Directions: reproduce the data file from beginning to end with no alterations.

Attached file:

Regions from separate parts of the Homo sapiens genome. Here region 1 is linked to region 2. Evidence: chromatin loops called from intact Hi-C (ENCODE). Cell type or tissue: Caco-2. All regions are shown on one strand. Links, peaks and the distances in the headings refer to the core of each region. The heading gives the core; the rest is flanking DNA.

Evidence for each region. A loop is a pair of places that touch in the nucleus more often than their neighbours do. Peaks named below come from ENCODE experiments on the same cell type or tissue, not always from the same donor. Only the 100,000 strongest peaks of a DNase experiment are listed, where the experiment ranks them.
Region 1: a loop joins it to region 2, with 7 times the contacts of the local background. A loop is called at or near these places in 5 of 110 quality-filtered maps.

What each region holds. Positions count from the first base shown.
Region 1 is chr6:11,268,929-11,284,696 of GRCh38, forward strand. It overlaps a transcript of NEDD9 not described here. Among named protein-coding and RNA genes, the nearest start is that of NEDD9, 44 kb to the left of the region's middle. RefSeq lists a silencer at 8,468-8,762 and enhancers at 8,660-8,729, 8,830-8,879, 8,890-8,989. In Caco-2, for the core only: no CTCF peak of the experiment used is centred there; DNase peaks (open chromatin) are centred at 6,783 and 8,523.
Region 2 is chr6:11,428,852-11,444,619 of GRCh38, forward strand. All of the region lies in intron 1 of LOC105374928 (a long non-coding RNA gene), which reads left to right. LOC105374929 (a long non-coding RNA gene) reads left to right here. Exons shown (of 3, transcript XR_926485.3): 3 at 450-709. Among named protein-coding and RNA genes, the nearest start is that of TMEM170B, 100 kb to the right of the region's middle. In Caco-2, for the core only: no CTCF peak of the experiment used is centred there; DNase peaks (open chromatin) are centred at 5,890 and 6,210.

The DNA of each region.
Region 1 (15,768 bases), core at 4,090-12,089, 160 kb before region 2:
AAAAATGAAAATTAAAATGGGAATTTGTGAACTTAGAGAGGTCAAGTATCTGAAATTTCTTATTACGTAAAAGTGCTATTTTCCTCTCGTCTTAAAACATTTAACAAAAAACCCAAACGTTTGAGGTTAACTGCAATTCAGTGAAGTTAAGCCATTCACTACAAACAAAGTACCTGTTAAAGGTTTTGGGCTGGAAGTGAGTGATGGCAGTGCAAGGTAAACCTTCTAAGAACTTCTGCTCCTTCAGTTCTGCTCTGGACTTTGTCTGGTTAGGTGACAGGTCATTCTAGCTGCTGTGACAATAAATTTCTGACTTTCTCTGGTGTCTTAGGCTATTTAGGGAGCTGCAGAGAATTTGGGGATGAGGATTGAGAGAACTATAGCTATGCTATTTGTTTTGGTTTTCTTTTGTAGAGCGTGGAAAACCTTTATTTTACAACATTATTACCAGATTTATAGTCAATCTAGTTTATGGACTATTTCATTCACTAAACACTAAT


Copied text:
Regions from separate parts of the Homo sapiens genome. Here region 1 is linked to region 2. Evidence: chromatin loops called from intact Hi-C (ENCODE). Cell type or tissue: Caco-2. All regions are shown on one strand. Links, peaks and the distances in the headings refer to the core of each region. The heading gives the core; the rest is flanking DNA.

Evidence for each region. A loop is a pair of places that touch in the nucleus more often than their neighbours do. Peaks named below come from ENCODE experiments on the same cell type or tissue, not always from the same donor. Only the 100,000 strongest peaks of a DNase experiment are listed, where the experiment ranks them.
Region 1: a loop joins it to region 2, with 7 times the contacts of the local background. A loop is called at or near these places in 5 of 110 quality-filtered maps.

What each region holds. Positions count from the first base shown.
Region 1 is chr6:11,268,929-11,284,696 of GRCh38, forward strand. It overlaps a transcript of NEDD9 not described here. Among named protein-coding and RNA genes, the nearest start is that of NEDD9, 44 kb to the left of the region's middle. RefSeq lists a silencer at 8,468-8,762 and enhancers at 8,660-8,729, 8,830-8,879, 8,890-8,989. In Caco-2, for the core only: no CTCF peak of the experiment used is centred there; DNase peaks (open chromatin) are centred at 6,783 and 8,523.
Region 2 is chr6:11,428,852-11,444,619 of GRCh38, forward strand. All of the region lies in intron 1 of LOC105374928 (a long non-coding RNA gene), which reads left to right. LOC105374929 (a long non-coding RNA gene) reads left to right here. Exons shown (of 3, transcript XR_926485.3): 3 at 450-709. Among named protein-coding and RNA genes, the nearest start is that of TMEM170B, 100 kb to the right of the region's middle. In Caco-2, for the core only: no CTCF peak of the experiment used is centred there; DNase peaks (open chromatin) are centred at 5,890 and 6,210.

The DNA of each region.
Region 1 (15,768 bases), core at 4,090-12,089, 160 kb before region 2:
AAAAATGAAAATTAAAATGGGAATTTGTGAACTTAGAGAGGTCAAGTATCTGAAATTTCTTATTACGTAAAAGTGCTATTTTCCTCTCGTCTTAAAACATTTAACAAAAAACCCAAACGTTTGAGGTTAACTGCAATTCAGTGAAGTTAAGCCATTCACTACAAACAAAGTACCTGTTAAAGGTTTTGGGCTGGAAGTGAGTGATGGCAGTGCAAGGTAAACCTTCTAAGAACTTCTGCTCCTTCAGTTCTGCTCTGGACTTTGTCTGGTTAGGTGACAGGTCATTCTAGCTGCTGTGACAATAAATTTCTGACTTTCTCTGGTGTCTTAGGCTATTTAGGGAGCTGCAGAGAATTTGGGGATGAGGATTGAGAGAACTATAGCTATGCTATTTGTTTTGGTTTTCTTTTGTAGAGCGTGGAAAACCTTTATTTTACAACATTATTACCAGATTTATAGTCAATCTAGTTTATGGACTATTTCATTCACTAAACACTAAT